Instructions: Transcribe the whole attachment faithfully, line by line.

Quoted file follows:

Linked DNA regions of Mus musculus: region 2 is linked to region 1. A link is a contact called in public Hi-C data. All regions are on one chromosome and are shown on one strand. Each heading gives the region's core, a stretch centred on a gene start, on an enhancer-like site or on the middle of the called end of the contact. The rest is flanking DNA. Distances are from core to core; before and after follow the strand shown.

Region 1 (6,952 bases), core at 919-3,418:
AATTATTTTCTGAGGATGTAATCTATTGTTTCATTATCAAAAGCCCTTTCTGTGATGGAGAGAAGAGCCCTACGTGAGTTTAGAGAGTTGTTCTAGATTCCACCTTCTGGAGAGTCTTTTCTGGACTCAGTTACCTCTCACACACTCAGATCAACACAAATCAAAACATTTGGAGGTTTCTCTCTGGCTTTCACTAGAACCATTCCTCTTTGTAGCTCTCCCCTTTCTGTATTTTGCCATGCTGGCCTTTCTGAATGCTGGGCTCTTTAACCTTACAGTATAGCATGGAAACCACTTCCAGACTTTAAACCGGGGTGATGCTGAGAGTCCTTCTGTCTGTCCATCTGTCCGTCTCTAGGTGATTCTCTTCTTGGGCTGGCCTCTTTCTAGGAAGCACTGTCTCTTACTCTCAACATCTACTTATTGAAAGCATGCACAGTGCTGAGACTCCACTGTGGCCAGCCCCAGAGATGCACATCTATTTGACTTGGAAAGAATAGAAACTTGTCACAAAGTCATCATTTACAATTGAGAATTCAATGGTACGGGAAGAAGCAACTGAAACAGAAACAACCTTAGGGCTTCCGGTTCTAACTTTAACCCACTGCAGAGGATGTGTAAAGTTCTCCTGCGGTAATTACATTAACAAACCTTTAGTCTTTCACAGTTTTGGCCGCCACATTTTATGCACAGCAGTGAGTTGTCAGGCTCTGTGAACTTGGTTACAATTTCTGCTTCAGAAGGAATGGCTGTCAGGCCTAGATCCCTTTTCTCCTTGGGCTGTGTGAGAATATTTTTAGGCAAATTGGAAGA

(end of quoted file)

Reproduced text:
Linked DNA regions of Mus musculus: region 2 is linked to region 1. A link is a contact called in public Hi-C data. All regions are on one chromosome and are shown on one strand. Each heading gives the region's core, a stretch centred on a gene start, on an enhancer-like site or on the middle of the called end of the contact. The rest is flanking DNA. Distances are from core to core; before and after follow the strand shown.

Region 1 (6,952 bases), core at 919-3,418:
AATTATTTTCTGAGGATGTAATCTATTGTTTCATTATCAAAAGCCCTTTCTGTGATGGAGAGAAGAGCCCTACGTGAGTTTAGAGAGTTGTTCTAGATTCCACCTTCTGGAGAGTCTTTTCTGGACTCAGTTACCTCTCACACACTCAGATCAACACAAATCAAAACATTTGGAGGTTTCTCTCTGGCTTTCACTAGAACCATTCCTCTTTGTAGCTCTCCCCTTTCTGTATTTTGCCATGCTGGCCTTTCTGAATGCTGGGCTCTTTAACCTTACAGTATAGCATGGAAACCACTTCCAGACTTTAAACCGGGGTGATGCTGAGAGTCCTTCTGTCTGTCCATCTGTCCGTCTCTAGGTGATTCTCTTCTTGGGCTGGCCTCTTTCTAGGAAGCACTGTCTCTTACTCTCAACATCTACTTATTGAAAGCATGCACAGTGCTGAGACTCCACTGTGGCCAGCCCCAGAGATGCACATCTATTTGACTTGGAAAGAATAGAAACTTGTCACAAAGTCATCATTTACAATTGAGAATTCAATGGTACGGGAAGAAGCAACTGAAACAGAAACAACCTTAGGGCTTCCGGTTCTAACTTTAACCCACTGCAGAGGATGTGTAAAGTTCTCCTGCGGTAATTACATTAACAAACCTTTAGTCTTTCACAGTTTTGGCCGCCACATTTTATGCACAGCAGTGAGTTGTCAGGCTCTGTGAACTTGGTTACAATTTCTGCTTCAGAAGGAATGGCTGTCAGGCCTAGATCCCTTTTCTCCTTGGGCTGTGTGAGAATATTTTTAGGCAAATTGGAAGA